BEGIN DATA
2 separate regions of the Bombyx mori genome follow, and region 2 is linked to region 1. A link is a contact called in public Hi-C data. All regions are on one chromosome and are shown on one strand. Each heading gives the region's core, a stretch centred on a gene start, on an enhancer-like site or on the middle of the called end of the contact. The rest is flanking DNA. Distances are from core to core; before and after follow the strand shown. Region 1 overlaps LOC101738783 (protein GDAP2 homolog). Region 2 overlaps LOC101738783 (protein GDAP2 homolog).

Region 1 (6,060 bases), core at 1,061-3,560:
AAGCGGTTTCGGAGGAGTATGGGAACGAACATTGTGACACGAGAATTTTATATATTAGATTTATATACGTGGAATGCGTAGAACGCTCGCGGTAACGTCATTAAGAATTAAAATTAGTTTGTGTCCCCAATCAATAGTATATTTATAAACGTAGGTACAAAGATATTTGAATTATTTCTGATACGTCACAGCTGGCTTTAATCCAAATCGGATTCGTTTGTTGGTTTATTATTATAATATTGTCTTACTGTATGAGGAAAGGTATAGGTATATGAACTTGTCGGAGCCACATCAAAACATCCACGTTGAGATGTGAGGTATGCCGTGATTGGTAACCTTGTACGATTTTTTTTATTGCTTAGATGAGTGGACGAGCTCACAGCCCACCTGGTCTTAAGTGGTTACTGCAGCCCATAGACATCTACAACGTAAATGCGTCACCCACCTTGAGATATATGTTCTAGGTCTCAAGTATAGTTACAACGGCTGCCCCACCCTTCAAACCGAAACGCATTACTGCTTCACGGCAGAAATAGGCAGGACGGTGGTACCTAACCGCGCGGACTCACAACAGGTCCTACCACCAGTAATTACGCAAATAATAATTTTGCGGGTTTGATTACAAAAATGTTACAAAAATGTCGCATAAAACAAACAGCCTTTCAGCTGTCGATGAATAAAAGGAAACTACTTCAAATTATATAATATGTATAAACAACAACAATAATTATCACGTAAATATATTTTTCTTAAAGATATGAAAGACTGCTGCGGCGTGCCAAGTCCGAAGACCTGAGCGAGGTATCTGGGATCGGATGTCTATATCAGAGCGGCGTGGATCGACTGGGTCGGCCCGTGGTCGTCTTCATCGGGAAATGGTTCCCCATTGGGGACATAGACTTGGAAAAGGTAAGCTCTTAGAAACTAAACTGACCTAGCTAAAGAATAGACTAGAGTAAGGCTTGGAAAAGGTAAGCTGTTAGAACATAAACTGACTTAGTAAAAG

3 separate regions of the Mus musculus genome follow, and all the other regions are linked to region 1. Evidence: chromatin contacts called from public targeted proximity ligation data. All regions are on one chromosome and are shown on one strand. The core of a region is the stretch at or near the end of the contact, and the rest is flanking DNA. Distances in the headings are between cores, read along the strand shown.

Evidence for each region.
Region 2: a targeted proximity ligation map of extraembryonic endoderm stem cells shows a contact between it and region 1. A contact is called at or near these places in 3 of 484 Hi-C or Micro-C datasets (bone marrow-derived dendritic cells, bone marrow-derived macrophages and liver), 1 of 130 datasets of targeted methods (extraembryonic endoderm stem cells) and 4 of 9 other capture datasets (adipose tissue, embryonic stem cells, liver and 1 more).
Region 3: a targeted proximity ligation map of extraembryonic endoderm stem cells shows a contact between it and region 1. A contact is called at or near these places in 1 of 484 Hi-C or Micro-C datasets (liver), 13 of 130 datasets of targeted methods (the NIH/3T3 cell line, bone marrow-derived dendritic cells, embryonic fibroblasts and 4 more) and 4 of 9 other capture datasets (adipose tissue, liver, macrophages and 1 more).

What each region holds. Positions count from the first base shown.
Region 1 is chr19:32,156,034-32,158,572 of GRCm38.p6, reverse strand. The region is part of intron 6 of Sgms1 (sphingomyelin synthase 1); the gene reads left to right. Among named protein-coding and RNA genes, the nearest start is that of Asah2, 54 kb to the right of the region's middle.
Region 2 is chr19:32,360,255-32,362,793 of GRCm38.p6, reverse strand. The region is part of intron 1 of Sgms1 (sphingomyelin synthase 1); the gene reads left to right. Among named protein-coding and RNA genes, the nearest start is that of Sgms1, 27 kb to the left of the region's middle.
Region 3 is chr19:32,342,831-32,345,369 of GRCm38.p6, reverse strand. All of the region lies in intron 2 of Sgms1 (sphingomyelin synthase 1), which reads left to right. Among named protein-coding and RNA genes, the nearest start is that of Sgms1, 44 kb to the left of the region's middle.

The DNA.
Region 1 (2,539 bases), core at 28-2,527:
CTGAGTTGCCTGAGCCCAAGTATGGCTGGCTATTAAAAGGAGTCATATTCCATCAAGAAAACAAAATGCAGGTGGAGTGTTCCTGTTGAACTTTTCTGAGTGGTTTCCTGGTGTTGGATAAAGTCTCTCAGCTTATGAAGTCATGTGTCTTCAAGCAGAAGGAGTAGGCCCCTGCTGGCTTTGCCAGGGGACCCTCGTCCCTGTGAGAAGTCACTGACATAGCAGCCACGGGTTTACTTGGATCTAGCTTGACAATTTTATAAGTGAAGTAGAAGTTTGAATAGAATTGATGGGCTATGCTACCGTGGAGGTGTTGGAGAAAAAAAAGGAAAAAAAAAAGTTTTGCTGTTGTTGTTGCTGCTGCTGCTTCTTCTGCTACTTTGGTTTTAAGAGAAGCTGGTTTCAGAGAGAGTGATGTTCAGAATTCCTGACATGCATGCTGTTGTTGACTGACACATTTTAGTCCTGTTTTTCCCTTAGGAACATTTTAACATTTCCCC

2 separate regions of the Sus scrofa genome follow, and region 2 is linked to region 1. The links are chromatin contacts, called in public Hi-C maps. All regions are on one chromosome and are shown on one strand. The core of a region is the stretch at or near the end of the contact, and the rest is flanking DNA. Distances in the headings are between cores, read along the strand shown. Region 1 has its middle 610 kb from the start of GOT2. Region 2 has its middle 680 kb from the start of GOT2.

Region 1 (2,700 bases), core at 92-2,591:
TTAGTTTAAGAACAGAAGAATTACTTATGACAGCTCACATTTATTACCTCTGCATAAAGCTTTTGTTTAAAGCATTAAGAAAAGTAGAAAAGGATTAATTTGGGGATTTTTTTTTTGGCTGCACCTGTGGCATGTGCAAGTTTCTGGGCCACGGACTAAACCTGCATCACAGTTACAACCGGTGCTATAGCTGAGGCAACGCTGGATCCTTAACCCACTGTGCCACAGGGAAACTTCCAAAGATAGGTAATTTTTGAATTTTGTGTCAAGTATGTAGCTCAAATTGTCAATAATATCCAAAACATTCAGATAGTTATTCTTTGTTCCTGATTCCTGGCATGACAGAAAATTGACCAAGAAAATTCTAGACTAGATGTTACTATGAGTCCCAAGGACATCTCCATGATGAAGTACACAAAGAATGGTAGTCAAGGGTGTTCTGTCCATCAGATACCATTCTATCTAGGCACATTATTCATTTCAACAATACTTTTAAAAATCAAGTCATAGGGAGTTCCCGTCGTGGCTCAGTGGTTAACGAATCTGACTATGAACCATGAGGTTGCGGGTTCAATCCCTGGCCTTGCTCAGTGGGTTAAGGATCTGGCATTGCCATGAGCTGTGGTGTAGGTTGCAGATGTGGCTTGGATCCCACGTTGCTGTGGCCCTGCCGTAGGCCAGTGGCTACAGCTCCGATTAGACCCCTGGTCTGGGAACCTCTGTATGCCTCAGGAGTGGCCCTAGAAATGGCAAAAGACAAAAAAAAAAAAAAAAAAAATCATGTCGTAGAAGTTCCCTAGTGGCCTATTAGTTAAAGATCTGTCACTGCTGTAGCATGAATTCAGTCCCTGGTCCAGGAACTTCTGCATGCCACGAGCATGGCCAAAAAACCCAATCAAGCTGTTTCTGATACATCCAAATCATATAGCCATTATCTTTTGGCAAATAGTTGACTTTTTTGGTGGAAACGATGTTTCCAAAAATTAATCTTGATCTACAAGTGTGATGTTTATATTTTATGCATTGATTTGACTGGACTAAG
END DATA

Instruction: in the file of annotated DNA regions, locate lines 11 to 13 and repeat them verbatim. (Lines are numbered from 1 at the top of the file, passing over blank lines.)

Region 3 is chr19:32,342,831-32,345,369 of GRCm38.p6, reverse strand. All of the region lies in intron 2 of Sgms1 (sphingomyelin synthase 1), which reads left to right. Among named protein-coding and RNA genes, the nearest start is that of Sgms1, 44 kb to the left of the region's middle.

The DNA.
Region 1 (2,539 bases), core at 28-2,527: